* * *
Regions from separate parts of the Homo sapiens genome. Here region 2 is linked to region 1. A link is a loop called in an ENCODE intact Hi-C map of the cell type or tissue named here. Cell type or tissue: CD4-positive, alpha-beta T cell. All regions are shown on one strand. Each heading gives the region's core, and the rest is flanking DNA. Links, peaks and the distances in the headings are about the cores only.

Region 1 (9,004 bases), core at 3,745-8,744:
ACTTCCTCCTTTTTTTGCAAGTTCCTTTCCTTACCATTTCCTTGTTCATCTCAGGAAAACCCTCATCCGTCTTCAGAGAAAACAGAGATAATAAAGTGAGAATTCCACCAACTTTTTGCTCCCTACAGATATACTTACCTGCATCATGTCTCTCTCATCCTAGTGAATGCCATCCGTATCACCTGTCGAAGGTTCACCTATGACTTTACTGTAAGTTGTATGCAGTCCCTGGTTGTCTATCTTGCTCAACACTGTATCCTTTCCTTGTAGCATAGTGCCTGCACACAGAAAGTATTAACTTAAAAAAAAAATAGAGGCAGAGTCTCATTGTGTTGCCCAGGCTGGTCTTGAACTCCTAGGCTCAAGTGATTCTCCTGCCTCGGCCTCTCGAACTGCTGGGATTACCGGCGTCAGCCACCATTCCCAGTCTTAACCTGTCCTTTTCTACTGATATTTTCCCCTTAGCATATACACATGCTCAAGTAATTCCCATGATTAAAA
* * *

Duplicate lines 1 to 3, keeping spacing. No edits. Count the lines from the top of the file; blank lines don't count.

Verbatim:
Regions from separate parts of the Homo sapiens genome. Here region 2 is linked to region 1. A link is a loop called in an ENCODE intact Hi-C map of the cell type or tissue named here. Cell type or tissue: CD4-positive, alpha-beta T cell. All regions are shown on one strand. Each heading gives the region's core, and the rest is flanking DNA. Links, peaks and the distances in the headings are about the cores only.

Region 1 (9,004 bases), core at 3,745-8,744:
ACTTCCTCCTTTTTTTGCAAGTTCCTTTCCTTACCATTTCCTTGTTCATCTCAGGAAAACCCTCATCCGTCTTCAGAGAAAACAGAGATAATAAAGTGAGAATTCCACCAACTTTTTGCTCCCTACAGATATACTTACCTGCATCATGTCTCTCTCATCCTAGTGAATGCCATCCGTATCACCTGTCGAAGGTTCACCTATGACTTTACTGTAAGTTGTATGCAGTCCCTGGTTGTCTATCTTGCTCAACACTGTATCCTTTCCTTGTAGCATAGTGCCTGCACACAGAAAGTATTAACTTAAAAAAAAAATAGAGGCAGAGTCTCATTGTGTTGCCCAGGCTGGTCTTGAACTCCTAGGCTCAAGTGATTCTCCTGCCTCGGCCTCTCGAACTGCTGGGATTACCGGCGTCAGCCACCATTCCCAGTCTTAACCTGTCCTTTTCTACTGATATTTTCCCCTTAGCATATACACATGCTCAAGTAATTCCCATGATTAAAA